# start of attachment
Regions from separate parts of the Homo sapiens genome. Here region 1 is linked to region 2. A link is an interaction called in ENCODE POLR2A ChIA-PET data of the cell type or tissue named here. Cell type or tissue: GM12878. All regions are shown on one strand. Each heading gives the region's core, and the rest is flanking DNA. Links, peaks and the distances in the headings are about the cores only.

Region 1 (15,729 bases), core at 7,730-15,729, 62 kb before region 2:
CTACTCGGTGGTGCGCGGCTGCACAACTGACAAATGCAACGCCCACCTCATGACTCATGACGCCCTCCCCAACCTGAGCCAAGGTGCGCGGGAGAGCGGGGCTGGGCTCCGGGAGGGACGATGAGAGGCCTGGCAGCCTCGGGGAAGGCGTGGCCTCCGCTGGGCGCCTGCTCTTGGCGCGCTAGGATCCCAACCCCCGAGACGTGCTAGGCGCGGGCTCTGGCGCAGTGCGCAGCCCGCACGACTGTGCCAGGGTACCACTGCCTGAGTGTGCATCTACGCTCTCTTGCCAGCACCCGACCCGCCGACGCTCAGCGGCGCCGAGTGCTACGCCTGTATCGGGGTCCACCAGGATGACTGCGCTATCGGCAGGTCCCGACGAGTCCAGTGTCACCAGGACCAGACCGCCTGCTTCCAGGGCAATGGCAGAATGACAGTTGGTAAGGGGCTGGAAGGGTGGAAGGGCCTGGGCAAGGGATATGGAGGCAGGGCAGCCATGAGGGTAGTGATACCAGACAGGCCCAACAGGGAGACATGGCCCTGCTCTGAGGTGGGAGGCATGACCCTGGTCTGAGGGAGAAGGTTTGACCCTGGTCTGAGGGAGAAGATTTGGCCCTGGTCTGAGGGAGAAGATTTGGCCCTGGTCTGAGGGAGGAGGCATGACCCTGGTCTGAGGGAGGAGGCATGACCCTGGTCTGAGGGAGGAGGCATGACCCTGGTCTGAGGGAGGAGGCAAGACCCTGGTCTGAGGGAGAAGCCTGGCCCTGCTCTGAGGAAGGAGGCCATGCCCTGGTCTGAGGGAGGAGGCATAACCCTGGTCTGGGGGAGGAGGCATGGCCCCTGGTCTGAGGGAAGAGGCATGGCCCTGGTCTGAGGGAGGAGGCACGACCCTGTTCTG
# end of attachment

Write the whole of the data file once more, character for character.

Regions from separate parts of the Homo sapiens genome. Here region 1 is linked to region 2. A link is an interaction called in ENCODE POLR2A ChIA-PET data of the cell type or tissue named here. Cell type or tissue: GM12878. All regions are shown on one strand. Each heading gives the region's core, and the rest is flanking DNA. Links, peaks and the distances in the headings are about the cores only.

Region 1 (15,729 bases), core at 7,730-15,729, 62 kb before region 2:
CTACTCGGTGGTGCGCGGCTGCACAACTGACAAATGCAACGCCCACCTCATGACTCATGACGCCCTCCCCAACCTGAGCCAAGGTGCGCGGGAGAGCGGGGCTGGGCTCCGGGAGGGACGATGAGAGGCCTGGCAGCCTCGGGGAAGGCGTGGCCTCCGCTGGGCGCCTGCTCTTGGCGCGCTAGGATCCCAACCCCCGAGACGTGCTAGGCGCGGGCTCTGGCGCAGTGCGCAGCCCGCACGACTGTGCCAGGGTACCACTGCCTGAGTGTGCATCTACGCTCTCTTGCCAGCACCCGACCCGCCGACGCTCAGCGGCGCCGAGTGCTACGCCTGTATCGGGGTCCACCAGGATGACTGCGCTATCGGCAGGTCCCGACGAGTCCAGTGTCACCAGGACCAGACCGCCTGCTTCCAGGGCAATGGCAGAATGACAGTTGGTAAGGGGCTGGAAGGGTGGAAGGGCCTGGGCAAGGGATATGGAGGCAGGGCAGCCATGAGGGTAGTGATACCAGACAGGCCCAACAGGGAGACATGGCCCTGCTCTGAGGTGGGAGGCATGACCCTGGTCTGAGGGAGAAGGTTTGACCCTGGTCTGAGGGAGAAGATTTGGCCCTGGTCTGAGGGAGAAGATTTGGCCCTGGTCTGAGGGAGGAGGCATGACCCTGGTCTGAGGGAGGAGGCATGACCCTGGTCTGAGGGAGGAGGCATGACCCTGGTCTGAGGGAGGAGGCAAGACCCTGGTCTGAGGGAGAAGCCTGGCCCTGCTCTGAGGAAGGAGGCCATGCCCTGGTCTGAGGGAGGAGGCATAACCCTGGTCTGGGGGAGGAGGCATGGCCCCTGGTCTGAGGGAAGAGGCATGGCCCTGGTCTGAGGGAGGAGGCACGACCCTGTTCTG